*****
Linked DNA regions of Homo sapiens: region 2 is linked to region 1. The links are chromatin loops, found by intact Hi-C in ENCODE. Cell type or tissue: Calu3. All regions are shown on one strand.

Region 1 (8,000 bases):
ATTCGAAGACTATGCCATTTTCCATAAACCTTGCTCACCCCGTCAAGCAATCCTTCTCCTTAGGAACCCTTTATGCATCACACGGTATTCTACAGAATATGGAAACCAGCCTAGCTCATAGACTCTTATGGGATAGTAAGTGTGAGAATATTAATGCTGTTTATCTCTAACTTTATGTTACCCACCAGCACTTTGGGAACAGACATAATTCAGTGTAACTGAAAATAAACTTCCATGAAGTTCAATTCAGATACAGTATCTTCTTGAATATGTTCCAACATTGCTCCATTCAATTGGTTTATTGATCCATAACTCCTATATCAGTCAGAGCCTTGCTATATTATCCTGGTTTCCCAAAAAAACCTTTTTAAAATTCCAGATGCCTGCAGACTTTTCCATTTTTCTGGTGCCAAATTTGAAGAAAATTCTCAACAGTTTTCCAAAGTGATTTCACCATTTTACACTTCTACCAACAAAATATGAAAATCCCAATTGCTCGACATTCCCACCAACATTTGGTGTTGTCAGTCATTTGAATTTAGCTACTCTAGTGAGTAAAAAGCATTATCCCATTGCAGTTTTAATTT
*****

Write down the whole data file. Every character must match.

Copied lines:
Linked DNA regions of Homo sapiens: region 2 is linked to region 1. The links are chromatin loops, found by intact Hi-C in ENCODE. Cell type or tissue: Calu3. All regions are shown on one strand.

Region 1 (8,000 bases):
ATTCGAAGACTATGCCATTTTCCATAAACCTTGCTCACCCCGTCAAGCAATCCTTCTCCTTAGGAACCCTTTATGCATCACACGGTATTCTACAGAATATGGAAACCAGCCTAGCTCATAGACTCTTATGGGATAGTAAGTGTGAGAATATTAATGCTGTTTATCTCTAACTTTATGTTACCCACCAGCACTTTGGGAACAGACATAATTCAGTGTAACTGAAAATAAACTTCCATGAAGTTCAATTCAGATACAGTATCTTCTTGAATATGTTCCAACATTGCTCCATTCAATTGGTTTATTGATCCATAACTCCTATATCAGTCAGAGCCTTGCTATATTATCCTGGTTTCCCAAAAAAACCTTTTTAAAATTCCAGATGCCTGCAGACTTTTCCATTTTTCTGGTGCCAAATTTGAAGAAAATTCTCAACAGTTTTCCAAAGTGATTTCACCATTTTACACTTCTACCAACAAAATATGAAAATCCCAATTGCTCGACATTCCCACCAACATTTGGTGTTGTCAGTCATTTGAATTTAGCTACTCTAGTGAGTAAAAAGCATTATCCCATTGCAGTTTTAATTT